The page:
Layer-1 Scaling Solutions

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January 1, 1970

Layer-1 Scaling Solutions

In the decentralized ecosystem, a Layer-1 network refers to a blockchain Bitcoin, Litecoin, and Ethereum, for example, are Layer-1 blockchains. Layer-1 scaling solutions augment the base layer of the blockchain protocol itself in order to improve scalability. A number of methodologies are currently being developed — and practiced — that improve the scalability of blockchain networks directly.

Layer-1 solutions change the rules of the protocol directly to increase transaction capacity and speed, while accommodating more users and data. Layer-1 scaling solutions can entail, for example, increasing the amount of data contained in each block, or accelerating the rate at which blocks are confirmed, so as to increase overall network throughput.

Other foundational updates to a blockchain to achieve Layer-1 network scaling include:
Consensus protocol improvements: Some consensus mechanisms are more efficient than others. Proof of Work (PoW) is the consensus protocol currently in use on popular blockchain networks like Bitcoin. Although PoW is secure, it can be slow. That’s why many newer blockchain networks favor the Proof-of-Stake (PoS) consensus mechanism. Instead of requiring miners to solve cryptographic algorithms using substantial computing power, PoS systems process and validate new blocks of transaction data based on participants staking collateral in the network.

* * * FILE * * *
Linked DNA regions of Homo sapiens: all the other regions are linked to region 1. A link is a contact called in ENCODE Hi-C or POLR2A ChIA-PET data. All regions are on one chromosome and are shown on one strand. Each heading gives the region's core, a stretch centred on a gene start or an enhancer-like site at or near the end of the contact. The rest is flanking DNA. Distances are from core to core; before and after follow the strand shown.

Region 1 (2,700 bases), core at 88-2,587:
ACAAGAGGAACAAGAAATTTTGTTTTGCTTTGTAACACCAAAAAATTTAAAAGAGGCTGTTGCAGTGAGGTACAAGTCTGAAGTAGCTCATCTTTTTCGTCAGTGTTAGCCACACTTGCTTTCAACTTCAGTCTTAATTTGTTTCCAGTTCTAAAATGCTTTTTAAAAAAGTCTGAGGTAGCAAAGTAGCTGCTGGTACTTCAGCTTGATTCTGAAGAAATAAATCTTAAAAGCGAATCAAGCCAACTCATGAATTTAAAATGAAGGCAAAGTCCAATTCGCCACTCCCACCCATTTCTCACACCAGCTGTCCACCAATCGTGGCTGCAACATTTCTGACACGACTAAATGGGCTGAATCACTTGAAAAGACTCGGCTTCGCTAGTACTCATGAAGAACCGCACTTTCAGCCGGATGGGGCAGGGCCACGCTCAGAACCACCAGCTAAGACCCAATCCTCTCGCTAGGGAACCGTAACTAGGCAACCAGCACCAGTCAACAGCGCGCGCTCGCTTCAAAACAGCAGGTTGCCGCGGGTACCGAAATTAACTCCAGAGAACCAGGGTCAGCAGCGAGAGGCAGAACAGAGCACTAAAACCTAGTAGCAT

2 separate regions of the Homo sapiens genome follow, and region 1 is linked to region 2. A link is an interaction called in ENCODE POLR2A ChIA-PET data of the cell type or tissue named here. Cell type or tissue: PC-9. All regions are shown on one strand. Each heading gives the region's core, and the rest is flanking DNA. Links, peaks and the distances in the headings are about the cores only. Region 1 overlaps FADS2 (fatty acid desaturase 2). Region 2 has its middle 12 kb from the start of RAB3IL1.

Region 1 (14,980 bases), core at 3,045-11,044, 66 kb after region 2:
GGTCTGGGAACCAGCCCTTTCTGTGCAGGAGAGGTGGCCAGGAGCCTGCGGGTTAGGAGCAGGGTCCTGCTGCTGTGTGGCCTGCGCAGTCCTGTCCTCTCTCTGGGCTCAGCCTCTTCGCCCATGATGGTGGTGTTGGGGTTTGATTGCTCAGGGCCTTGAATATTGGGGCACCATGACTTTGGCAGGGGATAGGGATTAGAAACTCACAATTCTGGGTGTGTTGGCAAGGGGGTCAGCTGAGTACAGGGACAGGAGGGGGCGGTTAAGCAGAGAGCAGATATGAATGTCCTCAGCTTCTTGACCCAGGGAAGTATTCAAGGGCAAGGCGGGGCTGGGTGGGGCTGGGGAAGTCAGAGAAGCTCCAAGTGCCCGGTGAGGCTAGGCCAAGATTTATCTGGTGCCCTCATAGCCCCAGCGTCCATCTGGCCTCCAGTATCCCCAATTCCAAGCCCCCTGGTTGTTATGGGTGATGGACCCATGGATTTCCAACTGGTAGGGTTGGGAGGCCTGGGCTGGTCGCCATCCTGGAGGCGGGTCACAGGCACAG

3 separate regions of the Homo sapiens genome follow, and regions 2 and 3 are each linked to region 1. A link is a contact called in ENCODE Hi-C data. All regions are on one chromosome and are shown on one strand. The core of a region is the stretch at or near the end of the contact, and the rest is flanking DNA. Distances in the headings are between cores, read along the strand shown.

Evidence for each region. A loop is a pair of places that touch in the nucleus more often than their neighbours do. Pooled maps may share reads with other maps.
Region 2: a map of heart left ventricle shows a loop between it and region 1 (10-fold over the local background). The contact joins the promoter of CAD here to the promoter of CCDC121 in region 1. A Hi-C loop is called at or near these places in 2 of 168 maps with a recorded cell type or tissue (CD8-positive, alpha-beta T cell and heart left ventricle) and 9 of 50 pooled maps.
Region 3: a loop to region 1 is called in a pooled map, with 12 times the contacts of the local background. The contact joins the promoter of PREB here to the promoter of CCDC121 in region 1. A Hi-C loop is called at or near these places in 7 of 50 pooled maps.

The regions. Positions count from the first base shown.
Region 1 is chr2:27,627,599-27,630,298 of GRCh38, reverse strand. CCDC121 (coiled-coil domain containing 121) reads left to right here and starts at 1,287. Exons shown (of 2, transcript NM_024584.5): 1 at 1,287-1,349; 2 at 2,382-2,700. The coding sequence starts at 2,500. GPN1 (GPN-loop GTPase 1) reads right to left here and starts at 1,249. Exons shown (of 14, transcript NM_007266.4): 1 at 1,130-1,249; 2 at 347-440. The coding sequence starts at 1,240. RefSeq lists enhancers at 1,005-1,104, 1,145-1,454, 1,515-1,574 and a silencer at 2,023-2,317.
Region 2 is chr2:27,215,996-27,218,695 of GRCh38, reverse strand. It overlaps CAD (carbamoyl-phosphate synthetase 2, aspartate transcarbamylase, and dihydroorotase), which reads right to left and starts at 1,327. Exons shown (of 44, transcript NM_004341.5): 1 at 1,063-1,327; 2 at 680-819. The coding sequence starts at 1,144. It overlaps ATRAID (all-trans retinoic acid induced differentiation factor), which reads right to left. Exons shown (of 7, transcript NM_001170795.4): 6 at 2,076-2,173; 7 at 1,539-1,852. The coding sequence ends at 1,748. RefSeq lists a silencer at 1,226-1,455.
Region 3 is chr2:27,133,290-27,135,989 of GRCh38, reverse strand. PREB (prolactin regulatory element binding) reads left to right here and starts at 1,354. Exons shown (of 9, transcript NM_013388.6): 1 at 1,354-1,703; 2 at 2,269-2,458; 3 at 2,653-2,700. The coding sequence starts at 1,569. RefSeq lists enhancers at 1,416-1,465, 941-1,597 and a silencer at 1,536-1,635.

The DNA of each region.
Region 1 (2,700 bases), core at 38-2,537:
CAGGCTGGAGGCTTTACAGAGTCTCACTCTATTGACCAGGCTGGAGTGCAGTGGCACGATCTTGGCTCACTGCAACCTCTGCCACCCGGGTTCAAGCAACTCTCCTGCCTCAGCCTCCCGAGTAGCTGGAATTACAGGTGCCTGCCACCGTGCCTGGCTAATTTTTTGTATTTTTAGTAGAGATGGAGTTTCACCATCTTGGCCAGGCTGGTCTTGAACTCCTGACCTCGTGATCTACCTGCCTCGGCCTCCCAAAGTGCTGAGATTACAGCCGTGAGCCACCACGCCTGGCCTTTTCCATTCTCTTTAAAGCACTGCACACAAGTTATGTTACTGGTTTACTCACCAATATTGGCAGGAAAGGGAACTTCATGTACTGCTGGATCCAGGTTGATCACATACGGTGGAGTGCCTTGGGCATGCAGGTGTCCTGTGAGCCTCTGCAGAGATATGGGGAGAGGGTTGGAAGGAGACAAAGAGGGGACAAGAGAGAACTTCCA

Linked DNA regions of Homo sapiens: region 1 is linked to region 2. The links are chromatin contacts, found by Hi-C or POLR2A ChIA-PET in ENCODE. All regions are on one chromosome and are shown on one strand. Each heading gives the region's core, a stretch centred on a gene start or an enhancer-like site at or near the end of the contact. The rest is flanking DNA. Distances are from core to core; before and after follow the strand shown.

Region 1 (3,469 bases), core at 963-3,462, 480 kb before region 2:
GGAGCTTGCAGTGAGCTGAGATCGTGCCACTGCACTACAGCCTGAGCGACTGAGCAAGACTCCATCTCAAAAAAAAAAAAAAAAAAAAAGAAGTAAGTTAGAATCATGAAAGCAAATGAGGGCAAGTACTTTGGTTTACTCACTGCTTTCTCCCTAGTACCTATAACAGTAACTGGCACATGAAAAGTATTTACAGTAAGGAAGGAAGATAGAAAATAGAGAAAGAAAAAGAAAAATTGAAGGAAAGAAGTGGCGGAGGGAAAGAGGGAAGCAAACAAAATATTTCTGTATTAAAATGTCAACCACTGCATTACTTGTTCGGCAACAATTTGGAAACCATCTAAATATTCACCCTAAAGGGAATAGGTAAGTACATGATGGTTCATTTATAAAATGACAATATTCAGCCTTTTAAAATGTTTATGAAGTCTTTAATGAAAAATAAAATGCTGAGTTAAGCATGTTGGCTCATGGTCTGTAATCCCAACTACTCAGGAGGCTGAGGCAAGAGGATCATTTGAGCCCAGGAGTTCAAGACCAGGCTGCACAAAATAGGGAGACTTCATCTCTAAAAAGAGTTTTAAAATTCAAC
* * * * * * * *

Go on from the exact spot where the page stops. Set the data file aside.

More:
With Ethereum 2.0, Ethereum will transition to a PoS consensus algorithm, which is expected to dramatically and fundamentally increase the capacity of the Ethereum network while increasing decentralization and preserving network security.


Sharding is a mechanism adapted from distributed databases that has become one of the most popular Layer-1 scaling solutions, despite its somewhat experimental nature within the blockchain sector. Sharding entails breaking the state of the entire blockchain network into distinct datasets called "shards" — a more manageable task than requiring all nodes to maintain the entire network. These network shards are simultaneously processed in parallel by the network, allowing for sequential work on numerous transactions.
Further, each network node is assigned to a particular shard instead of maintaining a copy of the blockchain in its entirety. Individual shards provide proofs to the main chain and interact with one another to share addresses, balances, and general states using cross-shard communication protocols.

Ethereum 2.0 is one high-profile blockchain protocol that is exploring shards, along with Zilliqa, Tezos, and Qtum.

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